TV Station KTV
KANSAI WORKER ～The Contemporary Kimono Designer～
よ～いドン！発見！関西ワーカー 和を楽しむスタイルを提案する着物デザイン・プロデューサー [KTV]
｜Length : 21 ｜Year : 2017 ｜
The kimono is a traditional garment of Japan, and its culture is one Japan boasts to the world.
There is a man who unceasingly challenges himself to arrange the kimono in a variety of ways to make it blend into contemporary lifestyles. That man is kimono designer Jotaro Saito, who is the third generation owner of Sansai, an established kimono textile dyeing company in Kyoto.
Saito’s designs are not confined to the realm of kimono fashion, as they are even used on furniture and lamps that adorn interiors of prestigious hotels. With his works, he continues to open up new possibilities for the kimono.
Although Saito’s works are based on the traditional beauty kimono offer, Saito incorporates casual patterns to make the kimono fun for the wearer.
In addition to the use of such patterns, he has created stretchy kimono made of polyester and others that even feature metal studs by Swarovski.
In this program, comedic duo Rozan step inside the studio to take a look at the dyeing process. The two learn about the techniques involved, and marvel at the delicacy of the work involved. And then, they finally try out the dyeing process themselves.
Rumbling – at a railroad workplace –
轟音 ある鉄道員たちの現場 [KTV]
｜Length : 47min. ｜Year : 2000 ｜
Steam locomotives disappeared from the public stages of the Japanese railroad in 1975. Currently, in the forefront are sophisticated trains such as the bullet trains "shinkansen" controlled by high-grade computers. Even in such a modern Japan, steam locomotives are still being preserved and operated on a few routes. This documentary portrays the crew and the trainee who struggle in conditions including oxygen scarcity and heat that reaches 70 degrees Celsius.
The Struggles and the Dreams of Foreign Care Workers in Japan
｜Length : 55 ｜Year : ｜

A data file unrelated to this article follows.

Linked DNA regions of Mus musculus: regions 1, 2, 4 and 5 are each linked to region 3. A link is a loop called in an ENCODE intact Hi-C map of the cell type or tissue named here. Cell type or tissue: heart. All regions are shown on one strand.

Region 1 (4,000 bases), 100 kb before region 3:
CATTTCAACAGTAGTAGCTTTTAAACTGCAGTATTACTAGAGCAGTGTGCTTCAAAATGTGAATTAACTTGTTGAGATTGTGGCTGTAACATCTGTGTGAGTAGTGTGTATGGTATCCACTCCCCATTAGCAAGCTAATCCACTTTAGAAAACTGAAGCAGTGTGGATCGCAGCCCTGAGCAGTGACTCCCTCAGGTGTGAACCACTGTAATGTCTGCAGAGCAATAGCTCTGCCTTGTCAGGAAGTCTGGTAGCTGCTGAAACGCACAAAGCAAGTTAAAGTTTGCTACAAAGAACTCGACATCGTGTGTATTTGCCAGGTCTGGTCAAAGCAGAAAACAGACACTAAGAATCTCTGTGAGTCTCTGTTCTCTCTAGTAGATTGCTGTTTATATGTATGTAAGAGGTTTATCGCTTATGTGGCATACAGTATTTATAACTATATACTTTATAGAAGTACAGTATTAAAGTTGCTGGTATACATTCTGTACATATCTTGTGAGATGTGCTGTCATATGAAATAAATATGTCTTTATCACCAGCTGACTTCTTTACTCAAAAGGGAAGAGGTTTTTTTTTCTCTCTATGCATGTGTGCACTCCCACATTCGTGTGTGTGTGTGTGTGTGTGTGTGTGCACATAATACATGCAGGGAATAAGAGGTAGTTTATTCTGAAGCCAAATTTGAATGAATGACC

It is said that in Japan, with an aging society, there will be a shortage of 340,000 care workers by 2025. For care centers, it is essential to welcome help from abroad.
In our program we follow two Indonesians who have come to Japan under an EPA program signed between Japan and Indonesia. They have been working at a welfare center, Hachikikai, since December 2017, at the same time studying to become certified care workers.
Under the EPA program, if they pass the certification exam within four years, they can stay and work in Japan. At Hachikikai, the staff fully supports them and helps them study even during work hours. The reason is that they want the two to continue working at their center. The staff at Hachikikai are kind and treat them as family, however they still have their own difficulties and worries.
Our program shows a very real picture of the struggles, hopes and dreams of these and other Indonesian people working hard in a land far from home.
Empathy as Therapy: Bringing New Hope to Dementia Caregiving
生きること 認知症の心に寄り添う「バリデーション」 [KTV]
｜Length : 47min ｜Year : 2016 ｜
It is predicted that by 2025, one in every five Japanese people over the age of 65 will be afflicted with dementia. Care for increasing dementia patients is urgent, but conditions for caregivers are harsh, and shortage of personnel is a serious problem. How can we give our loved ones the care they deserve?Naoko Tsumura, professor at Kansai University of Welfare Sciences, embraces “Validation”, a method to empathize and foster better communication with dementia patients. In nursing homes that have introduced Validation, the relationships between caregivers and families, and the patients, have slowly improved, providing new hope for all.